Smith was seen by medical staff in the jail clinic at about 10:40 AM, taken by ambulance to the hospital, and pronounced dead at 11:25 AM. No obvious physical injuries were detected, and Smith’s mother confirmed that he had no prior medical conditions.
Smith’s mother was not informed about her son’s death by the Harris County Jail. Instead, she was informed by another inmate, who was concerned about letting her know what was happening inside the jail.
Smith’s mother relayed that the inmate who contacted her thought her son looked as if he had died before leaving the jail. It was later confirmed that the young man’s death occurred while he was in Harris County Jail’s custody.
All jail deaths in the State of Texas must be investigated by an outside agency. For this reason, Smith’s death is being investigated by the Houston Police Department.
Incarceration Rates in Texas
According to Prison Policy Initiative, Texas incarcerates people at a rate of 840 per 100,000, which translates to the highest rate of any democracy on the planet. Consider all the following grim statistics:
Currently, 251,000 Texans are locked up in various types of facilities, including local jails, federal prisons, state prisons, youth facilities, and involuntary commitment facilities.
Because people tend to move through local jails relatively quickly, the numbers do not adequately reflect what is actually happening. In fact, at least 505,000 separate people are booked into local jails throughout Texas yearly, and some cycle back through.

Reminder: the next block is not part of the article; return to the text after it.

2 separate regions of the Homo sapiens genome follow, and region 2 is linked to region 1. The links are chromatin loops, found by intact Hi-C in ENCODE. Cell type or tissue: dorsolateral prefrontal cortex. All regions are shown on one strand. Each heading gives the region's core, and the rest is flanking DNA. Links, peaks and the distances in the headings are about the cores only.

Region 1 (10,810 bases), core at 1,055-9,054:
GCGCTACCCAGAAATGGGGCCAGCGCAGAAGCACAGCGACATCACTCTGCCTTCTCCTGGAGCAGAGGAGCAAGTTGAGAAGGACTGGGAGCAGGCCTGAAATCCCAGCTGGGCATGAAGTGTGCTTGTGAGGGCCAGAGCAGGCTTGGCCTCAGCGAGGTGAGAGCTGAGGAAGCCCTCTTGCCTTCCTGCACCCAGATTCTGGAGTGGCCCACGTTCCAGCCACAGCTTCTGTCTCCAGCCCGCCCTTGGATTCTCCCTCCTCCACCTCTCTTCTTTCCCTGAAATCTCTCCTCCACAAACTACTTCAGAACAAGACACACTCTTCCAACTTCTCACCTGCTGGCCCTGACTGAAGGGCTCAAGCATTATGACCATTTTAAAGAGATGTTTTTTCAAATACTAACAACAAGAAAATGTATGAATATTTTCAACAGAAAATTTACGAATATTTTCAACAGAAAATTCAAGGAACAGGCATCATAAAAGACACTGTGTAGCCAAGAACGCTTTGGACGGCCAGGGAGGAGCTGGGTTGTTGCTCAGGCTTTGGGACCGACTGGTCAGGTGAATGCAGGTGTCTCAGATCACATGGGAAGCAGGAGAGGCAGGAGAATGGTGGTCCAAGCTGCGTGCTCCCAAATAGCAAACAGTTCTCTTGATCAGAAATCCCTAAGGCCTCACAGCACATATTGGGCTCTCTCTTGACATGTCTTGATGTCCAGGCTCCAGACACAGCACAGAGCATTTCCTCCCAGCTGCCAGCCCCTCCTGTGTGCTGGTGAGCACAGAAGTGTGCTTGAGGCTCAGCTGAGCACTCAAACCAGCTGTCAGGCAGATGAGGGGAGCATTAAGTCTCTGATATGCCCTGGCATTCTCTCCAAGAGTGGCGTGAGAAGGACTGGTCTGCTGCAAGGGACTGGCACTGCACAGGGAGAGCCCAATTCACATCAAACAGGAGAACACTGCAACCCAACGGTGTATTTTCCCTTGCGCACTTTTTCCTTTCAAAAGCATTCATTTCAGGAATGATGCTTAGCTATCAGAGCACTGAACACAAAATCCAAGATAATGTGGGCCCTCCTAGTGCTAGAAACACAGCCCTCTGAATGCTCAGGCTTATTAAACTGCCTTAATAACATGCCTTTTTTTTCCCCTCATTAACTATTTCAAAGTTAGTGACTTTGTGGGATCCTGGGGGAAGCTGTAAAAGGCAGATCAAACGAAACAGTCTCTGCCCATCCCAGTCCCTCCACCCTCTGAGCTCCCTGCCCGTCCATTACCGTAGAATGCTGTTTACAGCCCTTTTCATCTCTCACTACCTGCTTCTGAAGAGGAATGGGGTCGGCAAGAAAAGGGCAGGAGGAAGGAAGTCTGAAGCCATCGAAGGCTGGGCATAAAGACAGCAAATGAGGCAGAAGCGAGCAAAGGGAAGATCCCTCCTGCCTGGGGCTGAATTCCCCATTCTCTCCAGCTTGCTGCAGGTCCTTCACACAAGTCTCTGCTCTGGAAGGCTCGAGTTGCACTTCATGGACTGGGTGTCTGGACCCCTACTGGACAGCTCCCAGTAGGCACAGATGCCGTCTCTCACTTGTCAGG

Both the jail incarceration rate and the prison incarceration rate in Texas have risen precipitously over the past 40 years.
Texas’s incarceration rates are high not only compared to the rest of the country but also compared to the rest of the world.
Juvenile Correctional Facilities in Texas
Adult correctional facilities in Texas are not the only ones that inspire serious concerns. In fact, juvenile facilities are also receiving attention from the federal government. In late 2021 – according to The New York Times – the Justice Department began investigations into Texas’s juvenile correctional facilities in relation to allegations of the following issues:
Various forms of mistreatment
The overuse of isolation
The overuse of chemicals, such as pepper spray
The head of the Civil Rights Division at the Justice Department shares that the “prison conditions inside of institutions where young people are detained is a priority issue” for them. She went on to say that “no child who was sent to a Texas facility for treatment and rehabilitation should be subjected to violence and abuse, nor denied basic services.”
Opening the Case
The Justice Department opened its investigations into Texas’s juvenile correctional facilities based on information that reveals instances of brutal violence, sexual abuse, negligent treatment of the mentally ill, and other serious concerns. This information comes from all of the following sources: